Case Miller's Original Post

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This topic contains 82 replies, has 8 voices, and was last updated by  Jack Kallmeyer 2 years, 12 months ago.

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  • #11398

    @matthew-speights

    Thank you Matthew for this very comprehensive and helpful post. I guess all people interested in this chemicals should know now what to do and where to get it. Very good job!

    all the best

    Ronny

    #12243

    Joseph Koniecki
    Participant

    Hi,
    I just joined and have been reading about using Quat-O and Rock Quat and thought I would let you know what I have done.
    When Larry died and took the Rock Quat formula with him I began work on determining the compostion of Rock Quat and finding a clone or for all I know the actual compound.  I knew Larry was just buying a product and dissolving it in water and packaging in smaller containers.  I know he was getting it in drums.  At the time I was working as an industrial chemist and had access to multi-millions in analytical equipment. A friend and I first analyzed Rock quat and began a search for a product that matched it structure.  We came up with Ethox2605. It came as a thick paste much like Quat-O.  It dissolved in water over time.  I was easier to dissolve in isopropyl alcohol and then into water.  Since I have quite a bit of Rock Quat I never tried it but a friend was looking for some Rock Quat and I gave him some of the Ethox.  He thought it was great and wanted more.  Unfortunately, Ethox 2605 is no longer available.  We did a CAS number search and found another product.  That product is Larostat 264A from BASF.  I have obtained a quart sample from BASF in the US.  I had no problem but I did go through my old company so we never got into the issue of shipping to a private address.  Larostat comes as a thick liquid. I haven’t tried it yet but suspect that it will work.  It is a Quaternary ammonium compound just like Quat-O and Rock Quat.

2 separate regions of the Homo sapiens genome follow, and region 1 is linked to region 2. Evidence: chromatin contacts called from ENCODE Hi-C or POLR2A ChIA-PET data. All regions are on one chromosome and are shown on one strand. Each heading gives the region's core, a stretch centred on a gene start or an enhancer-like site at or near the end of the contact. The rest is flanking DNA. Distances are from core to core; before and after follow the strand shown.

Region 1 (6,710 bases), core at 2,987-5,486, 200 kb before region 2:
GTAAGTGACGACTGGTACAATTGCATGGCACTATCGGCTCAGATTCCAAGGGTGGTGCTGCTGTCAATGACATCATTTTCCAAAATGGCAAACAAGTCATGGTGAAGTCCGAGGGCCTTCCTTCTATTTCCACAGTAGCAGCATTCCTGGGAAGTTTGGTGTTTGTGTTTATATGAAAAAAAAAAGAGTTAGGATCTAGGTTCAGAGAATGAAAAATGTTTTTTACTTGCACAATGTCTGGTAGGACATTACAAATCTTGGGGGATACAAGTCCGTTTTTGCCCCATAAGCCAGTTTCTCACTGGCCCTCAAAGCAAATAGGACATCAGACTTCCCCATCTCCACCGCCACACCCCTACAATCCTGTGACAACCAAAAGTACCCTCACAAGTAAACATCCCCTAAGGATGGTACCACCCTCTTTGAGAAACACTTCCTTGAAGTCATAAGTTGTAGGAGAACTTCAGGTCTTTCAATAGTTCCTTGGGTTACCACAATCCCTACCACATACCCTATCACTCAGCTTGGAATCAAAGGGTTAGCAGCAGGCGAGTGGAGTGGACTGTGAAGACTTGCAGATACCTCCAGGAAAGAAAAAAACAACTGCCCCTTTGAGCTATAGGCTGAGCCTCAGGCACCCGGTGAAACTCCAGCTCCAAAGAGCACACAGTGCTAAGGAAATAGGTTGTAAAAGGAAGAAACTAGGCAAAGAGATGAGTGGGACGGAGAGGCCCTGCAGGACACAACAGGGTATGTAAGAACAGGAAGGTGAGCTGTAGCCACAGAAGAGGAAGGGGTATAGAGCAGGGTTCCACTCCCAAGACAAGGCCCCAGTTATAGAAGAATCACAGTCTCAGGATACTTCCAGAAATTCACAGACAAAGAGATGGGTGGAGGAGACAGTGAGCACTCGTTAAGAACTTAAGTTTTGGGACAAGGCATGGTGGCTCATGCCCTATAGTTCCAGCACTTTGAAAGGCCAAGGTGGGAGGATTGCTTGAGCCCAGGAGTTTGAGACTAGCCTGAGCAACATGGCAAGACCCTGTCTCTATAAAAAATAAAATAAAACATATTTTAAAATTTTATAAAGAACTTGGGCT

Now to switch to another cleaning chemical.  I am sure some of you have heard of using KOH to clean fossils.  I have always been skeptical as I never understood the process.  There are however a lot of people that swear by it.  A few months ago I obtained a crinoid from Alabama that if properly cleaned could be very nice.   I have cleaned a lot of fossils and I thought that using micro abrasion on this piece would only ruin the calyx. (the arms were showing and clean).  I could see no safe way of removing the crap covering the calyx.  My friend in Alabama encouraged me to try KOH. I finally gave in. It appears to be working.  It is a VERY long process.  The best I can tell is that the KOH breaks down any micro organics and loosens the particles.  I have been doing it for about 6 months now and have started to see calyx plates.  Six more months and I may see the whole thing.  I do not believe that this technique will work on everything but it appear to work on this piece.
    The process requires you to put pieces of KOH on the area you want cleaned. You leave the KOH on there for a few hours (I actually leave it on for several days).  The KOH absorbs water from the air and sort of dissolves over the rock.  After a few day you scrub it off, air dry it and repeat the process.  You can give the process a boost by scribing or air abrading the loosed particles and avoiding the crinoid itself.   It is actually easy to see that something has happened to loosen particles.  Since this requires a lot of washing, it will not work on water sensitive materials.

    I am curious if any out there has any experience with using KOH.

    #12251

    Jack Kallmeyer
    Moderator

    @jkoniecki, @rleder,

    Interesting and valuable analysis on the Q-O compounds.

    The KOH cleaning disturbs me a bit as there are serious health and safety hazards in handling KOH. From the MSDS:
    Potential Acute Health Effects:
    Very hazardous in case of skin contact (corrosive, irritant), of eye contact (irritant, corrosive), of ingestion, of inhalation.
    The amount of tissue damage depends on length of contact. Eye contact can result in corneal damage or blindness. Skin
    contact can produce inflammation and blistering. Inhalation of dust will produce irritation to gastro-intestinal or respiratory
    tract, characterized by burning, sneezing and coughing. Severe over-exposure can produce lung damage, choking,
    unconsciousness or death. Inflammation of the eye is characterized by redness, watering, and itching. Skin inflammation is
    characterized by itching, scaling, reddening, or, occasionally, blistering.

    Jack

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